Warning: You cannot edit a photograph — or really, anything — using a touchscreen.

my office and desktop computer

I’m sure those who extol mini devices as a total computer solution have never designed a book, made a movie, edited a photograph, used Photoshop (or any Adobe product), converted a book to a PDF or edited a manuscript. I know this because it’s impossible. All other problems aside, little devices are too small. You can’t edit a big thing on an itty-bitty screen.

This is not my opinion. It’s a fact. Operating system is irrelevant. Mac, PC, Android or Linux, size matters. You can argue this until you’re blue in the face. It won’t change anything.

VIRTUAL KEYBOARDS ARE FOR VIRTUAL TYPISTS

I read an article that explained how you can type just fine on a virtual keyboard. No, you can’t.

IT’S A BIG WORLD

If I’ve got room in my house for every kind of device, surely there’s ample room in our world for everything. Personally, I like choice. I like using different devices for different tasks. You can’t replace everything with one thing  and there’s no reason you should.

An office

One size never fits all. Diversity makes life interesting. Let’s celebrate our differences. We don’t have to go to the same church, read the same books, believe the same stuff … or use the same computer

If everybody would quit trying to force their opinions on others, life would be better. For everyone. So live. Enjoy. Let everyone else do the same.

HOW TO FORCE A REDIRECT TO THE CLASSIC WORDPRESS EDITOR INTERFACE

If you are struggling with the horrible new interface WordPress is forcing on you, here’s a workaround. This is a reblog. Actually, it’s a reblog of my original reblog published in March, but apparently many people missed it.

Share it with your beleaguered WordPress friends!

Update: I heard from the script author and this is what he says:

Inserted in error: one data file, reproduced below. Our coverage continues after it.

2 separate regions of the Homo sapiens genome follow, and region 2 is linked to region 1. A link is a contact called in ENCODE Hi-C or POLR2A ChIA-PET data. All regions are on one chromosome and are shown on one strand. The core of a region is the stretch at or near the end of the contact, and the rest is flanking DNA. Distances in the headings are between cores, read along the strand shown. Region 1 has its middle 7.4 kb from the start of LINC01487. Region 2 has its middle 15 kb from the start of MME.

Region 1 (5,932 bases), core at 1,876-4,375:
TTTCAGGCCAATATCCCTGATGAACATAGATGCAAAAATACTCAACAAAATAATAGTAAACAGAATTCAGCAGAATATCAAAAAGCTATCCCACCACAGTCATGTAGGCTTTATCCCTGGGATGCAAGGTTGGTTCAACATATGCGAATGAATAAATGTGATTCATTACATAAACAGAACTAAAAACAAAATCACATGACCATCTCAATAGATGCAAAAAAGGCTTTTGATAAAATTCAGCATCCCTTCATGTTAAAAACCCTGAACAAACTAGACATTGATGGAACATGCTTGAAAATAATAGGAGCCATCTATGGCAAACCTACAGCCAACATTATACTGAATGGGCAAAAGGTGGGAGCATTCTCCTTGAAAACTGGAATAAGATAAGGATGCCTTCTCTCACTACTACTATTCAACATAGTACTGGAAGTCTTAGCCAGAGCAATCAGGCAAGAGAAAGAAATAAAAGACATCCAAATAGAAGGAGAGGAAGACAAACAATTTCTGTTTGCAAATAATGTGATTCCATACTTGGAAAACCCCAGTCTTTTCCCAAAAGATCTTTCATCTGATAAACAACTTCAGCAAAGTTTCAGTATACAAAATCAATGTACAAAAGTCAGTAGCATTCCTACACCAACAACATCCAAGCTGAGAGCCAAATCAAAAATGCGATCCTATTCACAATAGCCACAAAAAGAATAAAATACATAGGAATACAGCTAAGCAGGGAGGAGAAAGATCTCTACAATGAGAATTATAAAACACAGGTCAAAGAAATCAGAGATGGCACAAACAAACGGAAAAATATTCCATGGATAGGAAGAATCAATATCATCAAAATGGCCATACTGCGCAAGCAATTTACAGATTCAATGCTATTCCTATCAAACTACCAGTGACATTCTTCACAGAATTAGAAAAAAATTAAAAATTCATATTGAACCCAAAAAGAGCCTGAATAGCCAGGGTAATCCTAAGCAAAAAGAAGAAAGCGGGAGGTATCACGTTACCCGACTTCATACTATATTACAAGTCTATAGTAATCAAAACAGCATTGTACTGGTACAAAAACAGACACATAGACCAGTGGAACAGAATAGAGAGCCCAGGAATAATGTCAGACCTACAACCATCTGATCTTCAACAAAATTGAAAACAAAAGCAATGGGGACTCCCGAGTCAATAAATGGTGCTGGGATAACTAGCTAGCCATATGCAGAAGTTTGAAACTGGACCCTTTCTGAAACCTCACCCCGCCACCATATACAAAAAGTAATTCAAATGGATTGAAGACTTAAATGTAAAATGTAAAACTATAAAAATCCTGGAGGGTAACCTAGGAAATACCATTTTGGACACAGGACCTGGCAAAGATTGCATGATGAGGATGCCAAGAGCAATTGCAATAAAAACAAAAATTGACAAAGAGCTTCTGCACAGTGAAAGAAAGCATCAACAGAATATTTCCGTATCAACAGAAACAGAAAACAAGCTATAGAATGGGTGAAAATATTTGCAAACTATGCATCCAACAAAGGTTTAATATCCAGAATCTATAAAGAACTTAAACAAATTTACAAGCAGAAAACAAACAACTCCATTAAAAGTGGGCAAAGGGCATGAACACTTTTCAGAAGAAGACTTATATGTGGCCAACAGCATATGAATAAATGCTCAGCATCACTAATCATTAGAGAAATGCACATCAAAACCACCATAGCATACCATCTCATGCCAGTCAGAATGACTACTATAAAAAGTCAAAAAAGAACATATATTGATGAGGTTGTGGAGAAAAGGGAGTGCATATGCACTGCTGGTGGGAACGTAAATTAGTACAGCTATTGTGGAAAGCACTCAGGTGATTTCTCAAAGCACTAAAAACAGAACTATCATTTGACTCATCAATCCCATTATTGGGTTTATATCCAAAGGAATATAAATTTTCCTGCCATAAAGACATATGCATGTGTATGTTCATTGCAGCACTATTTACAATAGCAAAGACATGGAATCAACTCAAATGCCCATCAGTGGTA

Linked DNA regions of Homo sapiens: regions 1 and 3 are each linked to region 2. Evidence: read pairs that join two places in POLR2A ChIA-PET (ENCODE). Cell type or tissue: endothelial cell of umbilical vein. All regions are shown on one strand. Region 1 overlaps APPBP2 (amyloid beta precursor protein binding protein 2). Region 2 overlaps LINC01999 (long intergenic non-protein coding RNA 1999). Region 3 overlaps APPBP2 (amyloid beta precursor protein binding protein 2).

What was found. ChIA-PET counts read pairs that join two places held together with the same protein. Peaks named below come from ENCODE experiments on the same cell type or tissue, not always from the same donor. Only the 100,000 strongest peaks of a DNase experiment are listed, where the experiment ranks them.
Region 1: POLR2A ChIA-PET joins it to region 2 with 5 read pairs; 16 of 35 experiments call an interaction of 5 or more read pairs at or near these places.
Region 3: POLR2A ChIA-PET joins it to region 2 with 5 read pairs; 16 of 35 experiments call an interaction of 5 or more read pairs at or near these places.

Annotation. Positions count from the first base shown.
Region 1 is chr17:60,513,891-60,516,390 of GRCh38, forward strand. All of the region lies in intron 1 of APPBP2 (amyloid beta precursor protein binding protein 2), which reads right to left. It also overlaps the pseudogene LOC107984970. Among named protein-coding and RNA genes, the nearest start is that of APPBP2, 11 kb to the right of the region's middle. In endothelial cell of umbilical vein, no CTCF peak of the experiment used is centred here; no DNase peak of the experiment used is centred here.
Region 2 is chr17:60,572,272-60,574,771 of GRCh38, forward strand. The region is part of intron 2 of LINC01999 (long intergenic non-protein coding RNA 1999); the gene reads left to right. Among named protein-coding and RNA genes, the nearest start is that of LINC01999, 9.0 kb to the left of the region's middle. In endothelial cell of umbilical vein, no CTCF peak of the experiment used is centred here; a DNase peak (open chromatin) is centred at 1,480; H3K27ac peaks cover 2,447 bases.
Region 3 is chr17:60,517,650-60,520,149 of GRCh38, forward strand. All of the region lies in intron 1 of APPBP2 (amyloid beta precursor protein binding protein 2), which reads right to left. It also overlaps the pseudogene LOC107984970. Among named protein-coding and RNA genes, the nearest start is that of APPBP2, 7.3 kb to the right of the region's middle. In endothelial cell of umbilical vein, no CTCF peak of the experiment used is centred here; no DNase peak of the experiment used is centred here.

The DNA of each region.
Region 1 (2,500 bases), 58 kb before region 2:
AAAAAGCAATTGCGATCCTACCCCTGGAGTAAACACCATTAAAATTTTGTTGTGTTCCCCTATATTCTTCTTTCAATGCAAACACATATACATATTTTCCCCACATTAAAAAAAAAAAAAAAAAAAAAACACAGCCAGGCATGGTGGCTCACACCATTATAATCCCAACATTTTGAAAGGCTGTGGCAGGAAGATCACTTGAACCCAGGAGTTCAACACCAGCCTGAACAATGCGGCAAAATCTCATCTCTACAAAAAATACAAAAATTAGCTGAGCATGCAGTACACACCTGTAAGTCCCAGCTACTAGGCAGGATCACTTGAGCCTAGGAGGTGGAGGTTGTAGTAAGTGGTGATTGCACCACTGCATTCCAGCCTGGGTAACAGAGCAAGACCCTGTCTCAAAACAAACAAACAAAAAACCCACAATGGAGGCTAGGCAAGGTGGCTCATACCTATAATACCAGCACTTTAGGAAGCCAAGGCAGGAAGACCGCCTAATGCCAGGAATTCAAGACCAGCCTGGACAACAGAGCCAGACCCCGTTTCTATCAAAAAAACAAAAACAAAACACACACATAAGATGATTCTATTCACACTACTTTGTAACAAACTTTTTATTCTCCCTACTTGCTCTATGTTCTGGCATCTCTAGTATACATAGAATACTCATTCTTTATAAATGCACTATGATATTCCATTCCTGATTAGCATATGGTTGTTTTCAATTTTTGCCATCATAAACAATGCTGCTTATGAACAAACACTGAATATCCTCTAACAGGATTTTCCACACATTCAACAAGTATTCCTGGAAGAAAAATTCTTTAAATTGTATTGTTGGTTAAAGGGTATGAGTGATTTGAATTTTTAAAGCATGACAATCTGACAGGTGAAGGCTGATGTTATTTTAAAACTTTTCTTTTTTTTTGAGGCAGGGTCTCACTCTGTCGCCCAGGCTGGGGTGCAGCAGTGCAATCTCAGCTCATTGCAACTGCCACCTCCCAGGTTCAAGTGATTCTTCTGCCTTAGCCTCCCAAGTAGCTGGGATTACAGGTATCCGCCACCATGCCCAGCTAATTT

Hi Marilyn, I’m the author of that script that you use. I’m glad you’re finding the script useful, and thanks also goes to Dennis for spreading the word.

I noticed you said in a forum post that “This redirect does NOT work on Mac, sorry”. Could you please elaborate on that? It might be more difficult to get working on Safari, but it works just fine if you use Firefox or Chrome, both of which are available for Mac.

Diary of Dennis

classic editor wordpress

The Solution To Use The Classic Editor

If you are blogger at wordpress.com, this post here will help you to solve a big problem. As you have noticed, the decision makers at WordPress want to force you to use the recent new editor interface that is purely designed for mobile devices and for users who only create short-form content. This is of course a pain if you are desktop user and if you like to create long-form content as well. In this post you will learn how to get back to the classic editor permanently.

In the new editor form, we had a link back to the classic editor but that link is now gone too. WordPress does not have the intention to give us the link back as you can read here in the forums. If you go through this huge forum thread, you will find out…

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SHARING MY WORLD – ONCE MORE UNTO THE BREACH!